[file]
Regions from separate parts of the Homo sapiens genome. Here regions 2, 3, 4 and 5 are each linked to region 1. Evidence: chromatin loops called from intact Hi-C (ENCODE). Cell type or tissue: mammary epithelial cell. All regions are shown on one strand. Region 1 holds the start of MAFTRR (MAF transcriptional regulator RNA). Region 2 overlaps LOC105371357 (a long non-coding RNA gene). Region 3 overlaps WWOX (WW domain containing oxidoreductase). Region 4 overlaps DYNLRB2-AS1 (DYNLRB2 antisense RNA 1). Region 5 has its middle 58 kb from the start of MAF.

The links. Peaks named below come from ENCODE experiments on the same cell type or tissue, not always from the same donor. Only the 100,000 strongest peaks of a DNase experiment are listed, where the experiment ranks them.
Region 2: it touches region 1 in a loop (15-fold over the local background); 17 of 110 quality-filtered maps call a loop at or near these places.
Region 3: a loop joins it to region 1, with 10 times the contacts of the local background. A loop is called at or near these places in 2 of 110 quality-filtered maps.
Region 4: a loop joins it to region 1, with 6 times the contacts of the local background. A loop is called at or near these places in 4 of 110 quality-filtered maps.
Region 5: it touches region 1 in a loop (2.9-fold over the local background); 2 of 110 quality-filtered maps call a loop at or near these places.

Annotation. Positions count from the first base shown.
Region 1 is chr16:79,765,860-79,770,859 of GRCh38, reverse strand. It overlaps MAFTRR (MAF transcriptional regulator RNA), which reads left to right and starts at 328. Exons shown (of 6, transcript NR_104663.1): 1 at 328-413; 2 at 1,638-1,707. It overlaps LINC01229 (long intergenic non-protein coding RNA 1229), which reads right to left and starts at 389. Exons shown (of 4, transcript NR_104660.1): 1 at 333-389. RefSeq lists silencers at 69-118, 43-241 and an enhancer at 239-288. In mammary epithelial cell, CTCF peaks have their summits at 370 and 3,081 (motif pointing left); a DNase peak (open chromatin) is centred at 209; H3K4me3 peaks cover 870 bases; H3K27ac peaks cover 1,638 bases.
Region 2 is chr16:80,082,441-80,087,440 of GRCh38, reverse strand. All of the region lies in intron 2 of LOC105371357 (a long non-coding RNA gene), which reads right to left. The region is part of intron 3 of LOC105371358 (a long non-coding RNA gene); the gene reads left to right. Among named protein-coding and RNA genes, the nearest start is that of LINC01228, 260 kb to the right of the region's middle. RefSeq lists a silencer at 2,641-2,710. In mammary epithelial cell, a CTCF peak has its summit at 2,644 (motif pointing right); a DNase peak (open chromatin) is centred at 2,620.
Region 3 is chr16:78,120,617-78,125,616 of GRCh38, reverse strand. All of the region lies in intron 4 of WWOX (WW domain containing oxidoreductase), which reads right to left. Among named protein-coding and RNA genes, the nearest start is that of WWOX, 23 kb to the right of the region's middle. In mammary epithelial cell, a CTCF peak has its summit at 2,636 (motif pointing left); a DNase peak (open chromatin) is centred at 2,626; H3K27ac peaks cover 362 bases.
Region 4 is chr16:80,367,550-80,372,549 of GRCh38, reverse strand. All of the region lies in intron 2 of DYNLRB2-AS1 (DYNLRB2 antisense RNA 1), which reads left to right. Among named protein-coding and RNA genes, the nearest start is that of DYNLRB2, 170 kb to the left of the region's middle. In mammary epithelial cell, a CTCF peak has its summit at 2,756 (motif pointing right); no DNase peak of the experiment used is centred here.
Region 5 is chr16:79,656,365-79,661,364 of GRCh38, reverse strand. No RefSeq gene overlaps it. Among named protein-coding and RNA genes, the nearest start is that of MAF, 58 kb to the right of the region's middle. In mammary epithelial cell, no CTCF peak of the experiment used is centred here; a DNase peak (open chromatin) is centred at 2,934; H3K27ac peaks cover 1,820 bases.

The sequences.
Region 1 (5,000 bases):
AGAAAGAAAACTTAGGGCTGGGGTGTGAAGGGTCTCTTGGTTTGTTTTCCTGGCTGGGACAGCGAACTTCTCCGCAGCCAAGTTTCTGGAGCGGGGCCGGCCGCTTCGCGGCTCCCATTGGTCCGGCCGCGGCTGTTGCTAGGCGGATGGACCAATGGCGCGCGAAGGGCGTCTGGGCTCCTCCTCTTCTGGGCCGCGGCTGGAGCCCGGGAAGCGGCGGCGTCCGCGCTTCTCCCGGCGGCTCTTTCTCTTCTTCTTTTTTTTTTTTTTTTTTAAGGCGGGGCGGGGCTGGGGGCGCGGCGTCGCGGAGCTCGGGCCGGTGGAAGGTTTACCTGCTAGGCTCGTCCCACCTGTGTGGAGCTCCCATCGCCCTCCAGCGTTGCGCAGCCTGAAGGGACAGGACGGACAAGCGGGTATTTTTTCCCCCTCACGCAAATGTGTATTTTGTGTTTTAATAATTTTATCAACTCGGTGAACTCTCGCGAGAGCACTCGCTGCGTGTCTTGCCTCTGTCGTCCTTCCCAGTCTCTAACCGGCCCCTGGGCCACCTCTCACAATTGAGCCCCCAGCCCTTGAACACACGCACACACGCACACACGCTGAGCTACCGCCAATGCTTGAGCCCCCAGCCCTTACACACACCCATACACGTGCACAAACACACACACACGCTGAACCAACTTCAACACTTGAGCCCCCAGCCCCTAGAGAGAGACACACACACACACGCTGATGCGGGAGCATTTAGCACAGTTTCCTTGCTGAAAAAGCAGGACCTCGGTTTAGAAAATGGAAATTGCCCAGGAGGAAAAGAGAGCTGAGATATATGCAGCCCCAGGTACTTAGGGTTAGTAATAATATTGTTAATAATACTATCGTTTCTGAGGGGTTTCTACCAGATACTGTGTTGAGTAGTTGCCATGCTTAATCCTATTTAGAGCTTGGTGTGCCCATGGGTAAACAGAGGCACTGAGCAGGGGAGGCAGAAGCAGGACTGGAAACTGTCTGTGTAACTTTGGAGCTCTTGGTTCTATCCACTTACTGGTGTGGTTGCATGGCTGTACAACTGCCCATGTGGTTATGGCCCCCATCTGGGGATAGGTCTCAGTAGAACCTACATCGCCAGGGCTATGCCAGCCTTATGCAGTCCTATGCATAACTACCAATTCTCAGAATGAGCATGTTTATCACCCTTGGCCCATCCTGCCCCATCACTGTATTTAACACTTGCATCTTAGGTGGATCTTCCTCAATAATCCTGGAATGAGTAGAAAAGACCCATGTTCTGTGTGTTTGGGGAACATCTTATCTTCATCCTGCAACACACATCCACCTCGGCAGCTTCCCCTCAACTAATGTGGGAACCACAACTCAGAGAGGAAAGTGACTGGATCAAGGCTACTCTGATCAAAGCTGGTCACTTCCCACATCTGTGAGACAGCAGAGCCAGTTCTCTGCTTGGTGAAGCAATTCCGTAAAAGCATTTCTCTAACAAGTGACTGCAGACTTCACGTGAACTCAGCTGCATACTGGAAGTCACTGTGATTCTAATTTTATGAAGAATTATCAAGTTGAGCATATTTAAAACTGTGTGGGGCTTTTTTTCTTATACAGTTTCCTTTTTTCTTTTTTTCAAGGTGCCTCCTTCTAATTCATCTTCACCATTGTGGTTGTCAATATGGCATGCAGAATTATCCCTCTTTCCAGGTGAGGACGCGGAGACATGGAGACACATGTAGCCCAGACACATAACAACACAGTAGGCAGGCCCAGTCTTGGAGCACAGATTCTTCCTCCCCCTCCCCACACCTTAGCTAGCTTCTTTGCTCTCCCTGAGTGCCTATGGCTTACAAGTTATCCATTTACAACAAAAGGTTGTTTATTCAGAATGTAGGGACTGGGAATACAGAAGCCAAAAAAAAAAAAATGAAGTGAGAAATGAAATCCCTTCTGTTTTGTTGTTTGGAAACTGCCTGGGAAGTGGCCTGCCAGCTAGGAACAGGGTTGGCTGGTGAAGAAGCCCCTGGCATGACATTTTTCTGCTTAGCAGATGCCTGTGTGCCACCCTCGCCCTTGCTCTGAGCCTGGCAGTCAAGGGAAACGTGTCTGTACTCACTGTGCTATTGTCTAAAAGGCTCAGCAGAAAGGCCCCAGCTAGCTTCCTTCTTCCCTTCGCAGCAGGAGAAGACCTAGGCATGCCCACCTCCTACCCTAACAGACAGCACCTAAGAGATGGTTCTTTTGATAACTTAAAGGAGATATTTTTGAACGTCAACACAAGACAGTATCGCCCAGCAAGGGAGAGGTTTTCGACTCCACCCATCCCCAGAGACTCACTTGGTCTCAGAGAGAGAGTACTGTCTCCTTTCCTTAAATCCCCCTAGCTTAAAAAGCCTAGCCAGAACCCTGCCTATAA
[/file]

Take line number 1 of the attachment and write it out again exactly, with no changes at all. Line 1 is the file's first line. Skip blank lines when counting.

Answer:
Regions from separate parts of the Homo sapiens genome. Here regions 2, 3, 4 and 5 are each linked to region 1. Evidence: chromatin loops called from intact Hi-C (ENCODE). Cell type or tissue: mammary epithelial cell. All regions are shown on one strand. Region 1 holds the start of MAFTRR (MAF transcriptional regulator RNA). Region 2 overlaps LOC105371357 (a long non-coding RNA gene). Region 3 overlaps WWOX (WW domain containing oxidoreductase). Region 4 overlaps DYNLRB2-AS1 (DYNLRB2 antisense RNA 1). Region 5 has its middle 58 kb from the start of MAF.